The average age for menopause is 52, with anything between the ages of 48 and 54 constituting a normal range. Apart from that, there is little general agreement on what the normal 'symptoms' of menopause are.
Depending on the research you read, the 'symptoms' can range from just a hot flush through to as many as 40 reactions, encompassing the physical, mental and sexual, such as hot flushes, depression, a fall in libido, and brittle bones.
In one study, 47 per cent of women had no symptoms in the period before the onset of the menopause, while 21 per cent of post-menopausal women said they never suffered any effects.
Around 20 per cent of women experience menopausal symptoms that are severe enough to seek medical help.
Very little research has been done on the perimenopausal period - the time immediately before the menopause actually begins - but it's clear that many symptoms are associated with ageing, but which are not necessarily linked to the menopause itself.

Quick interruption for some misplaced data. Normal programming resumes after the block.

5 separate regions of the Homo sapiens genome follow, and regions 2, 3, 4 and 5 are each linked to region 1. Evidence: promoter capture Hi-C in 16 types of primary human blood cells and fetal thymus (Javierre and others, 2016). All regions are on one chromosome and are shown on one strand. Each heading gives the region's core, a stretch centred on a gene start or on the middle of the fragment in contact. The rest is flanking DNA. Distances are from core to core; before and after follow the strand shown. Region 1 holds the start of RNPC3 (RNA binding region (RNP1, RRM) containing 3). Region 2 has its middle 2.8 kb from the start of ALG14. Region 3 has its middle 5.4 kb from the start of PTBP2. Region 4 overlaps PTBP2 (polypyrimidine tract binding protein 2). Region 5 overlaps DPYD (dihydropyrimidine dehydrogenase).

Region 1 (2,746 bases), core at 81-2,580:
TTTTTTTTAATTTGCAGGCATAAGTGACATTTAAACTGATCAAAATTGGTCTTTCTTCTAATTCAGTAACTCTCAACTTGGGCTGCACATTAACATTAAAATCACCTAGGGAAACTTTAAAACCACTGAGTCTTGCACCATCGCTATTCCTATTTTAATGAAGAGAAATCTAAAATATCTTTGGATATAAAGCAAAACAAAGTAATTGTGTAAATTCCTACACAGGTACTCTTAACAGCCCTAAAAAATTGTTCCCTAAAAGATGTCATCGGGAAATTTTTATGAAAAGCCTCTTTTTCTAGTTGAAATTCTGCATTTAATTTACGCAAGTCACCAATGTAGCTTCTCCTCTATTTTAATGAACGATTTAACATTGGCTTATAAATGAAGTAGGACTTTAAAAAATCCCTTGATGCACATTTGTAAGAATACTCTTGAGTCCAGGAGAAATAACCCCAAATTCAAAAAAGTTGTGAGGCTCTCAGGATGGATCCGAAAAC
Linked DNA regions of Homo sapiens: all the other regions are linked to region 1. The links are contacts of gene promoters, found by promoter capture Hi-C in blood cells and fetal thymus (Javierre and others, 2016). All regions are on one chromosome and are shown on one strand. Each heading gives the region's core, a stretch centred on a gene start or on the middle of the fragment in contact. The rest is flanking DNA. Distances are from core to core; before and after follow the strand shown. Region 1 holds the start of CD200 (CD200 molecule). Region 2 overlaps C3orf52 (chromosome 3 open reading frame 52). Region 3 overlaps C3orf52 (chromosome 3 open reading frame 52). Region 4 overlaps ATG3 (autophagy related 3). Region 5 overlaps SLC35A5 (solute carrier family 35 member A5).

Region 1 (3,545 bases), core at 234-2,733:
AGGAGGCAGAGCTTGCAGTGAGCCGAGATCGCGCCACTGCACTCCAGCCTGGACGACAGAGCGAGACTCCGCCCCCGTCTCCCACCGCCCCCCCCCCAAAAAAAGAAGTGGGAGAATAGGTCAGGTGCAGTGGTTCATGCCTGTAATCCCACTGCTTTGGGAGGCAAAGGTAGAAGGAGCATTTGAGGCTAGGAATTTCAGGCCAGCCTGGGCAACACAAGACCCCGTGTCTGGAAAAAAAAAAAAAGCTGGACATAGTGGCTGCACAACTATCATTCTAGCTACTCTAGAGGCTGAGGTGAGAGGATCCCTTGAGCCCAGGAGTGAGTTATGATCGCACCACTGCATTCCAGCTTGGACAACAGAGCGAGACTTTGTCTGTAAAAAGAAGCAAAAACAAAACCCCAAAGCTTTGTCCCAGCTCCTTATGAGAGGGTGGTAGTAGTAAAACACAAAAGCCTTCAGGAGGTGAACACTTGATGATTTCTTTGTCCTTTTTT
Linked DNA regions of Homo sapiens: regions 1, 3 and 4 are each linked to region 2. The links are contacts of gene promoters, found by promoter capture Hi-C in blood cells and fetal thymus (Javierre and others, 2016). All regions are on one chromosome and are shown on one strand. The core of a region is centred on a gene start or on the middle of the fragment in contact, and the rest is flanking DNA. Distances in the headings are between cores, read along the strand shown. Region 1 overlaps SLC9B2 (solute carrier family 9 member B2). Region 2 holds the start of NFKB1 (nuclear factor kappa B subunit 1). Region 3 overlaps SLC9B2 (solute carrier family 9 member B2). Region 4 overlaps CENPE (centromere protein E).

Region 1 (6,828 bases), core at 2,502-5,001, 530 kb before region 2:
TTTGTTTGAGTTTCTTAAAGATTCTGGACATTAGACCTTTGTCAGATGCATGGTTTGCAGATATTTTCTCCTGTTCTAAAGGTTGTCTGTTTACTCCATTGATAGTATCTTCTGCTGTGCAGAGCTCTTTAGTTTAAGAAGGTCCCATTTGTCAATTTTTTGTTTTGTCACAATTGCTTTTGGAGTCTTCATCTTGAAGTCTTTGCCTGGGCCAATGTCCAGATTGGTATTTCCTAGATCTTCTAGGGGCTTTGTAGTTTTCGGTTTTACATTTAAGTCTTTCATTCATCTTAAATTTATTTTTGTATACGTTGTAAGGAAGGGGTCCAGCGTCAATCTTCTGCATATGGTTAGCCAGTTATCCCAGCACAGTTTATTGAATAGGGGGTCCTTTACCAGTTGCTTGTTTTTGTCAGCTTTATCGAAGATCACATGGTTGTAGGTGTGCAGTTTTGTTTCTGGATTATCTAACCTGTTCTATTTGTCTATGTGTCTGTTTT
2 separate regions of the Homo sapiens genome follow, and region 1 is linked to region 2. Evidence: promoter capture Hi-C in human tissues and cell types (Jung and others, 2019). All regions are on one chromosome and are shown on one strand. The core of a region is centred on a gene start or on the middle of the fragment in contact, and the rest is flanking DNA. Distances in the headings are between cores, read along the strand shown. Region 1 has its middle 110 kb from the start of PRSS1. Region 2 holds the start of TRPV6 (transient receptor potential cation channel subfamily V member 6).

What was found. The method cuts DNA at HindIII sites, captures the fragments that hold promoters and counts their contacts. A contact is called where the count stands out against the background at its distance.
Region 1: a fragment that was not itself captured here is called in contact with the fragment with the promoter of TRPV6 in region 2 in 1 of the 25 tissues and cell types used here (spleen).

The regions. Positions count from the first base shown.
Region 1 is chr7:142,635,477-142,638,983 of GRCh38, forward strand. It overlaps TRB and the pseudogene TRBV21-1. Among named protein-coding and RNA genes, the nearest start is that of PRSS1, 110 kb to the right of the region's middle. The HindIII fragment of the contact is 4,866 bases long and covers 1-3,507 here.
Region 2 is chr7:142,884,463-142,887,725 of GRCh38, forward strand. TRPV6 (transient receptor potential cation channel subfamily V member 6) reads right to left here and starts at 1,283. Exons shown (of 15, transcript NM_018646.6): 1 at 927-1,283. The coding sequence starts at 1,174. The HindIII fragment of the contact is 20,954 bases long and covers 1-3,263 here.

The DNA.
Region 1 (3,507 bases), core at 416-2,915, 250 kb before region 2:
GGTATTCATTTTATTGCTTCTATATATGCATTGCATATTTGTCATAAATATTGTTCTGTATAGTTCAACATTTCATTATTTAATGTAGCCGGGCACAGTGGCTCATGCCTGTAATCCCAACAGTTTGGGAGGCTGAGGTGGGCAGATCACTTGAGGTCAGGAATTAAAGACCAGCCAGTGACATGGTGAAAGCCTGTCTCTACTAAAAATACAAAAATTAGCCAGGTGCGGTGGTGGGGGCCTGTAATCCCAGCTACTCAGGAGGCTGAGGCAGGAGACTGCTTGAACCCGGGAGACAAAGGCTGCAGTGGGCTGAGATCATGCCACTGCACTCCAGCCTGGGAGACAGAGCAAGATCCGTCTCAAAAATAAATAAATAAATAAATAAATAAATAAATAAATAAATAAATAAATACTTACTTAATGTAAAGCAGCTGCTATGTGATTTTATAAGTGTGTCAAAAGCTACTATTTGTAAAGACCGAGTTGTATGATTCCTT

In one study, some of these symptoms - such as hot flushes and irritability - actually disappeared as the woman aged. Vaginal dryness and irregular bleeding are also associated with the perimenopausal period, and yet may not be directly caused by any hormonal changes that are occurring at the same time.
Overall, there is a tendency to blame the menopause for a whole variety of health problems that a woman may be suffering. This view is supported by one research among men who were in their early 50s, which discovered they were complaining of similar symptoms, such as a decrease in libido, bladder problems, dry hair and skin, panic attacks, depression, aching muscles and joints.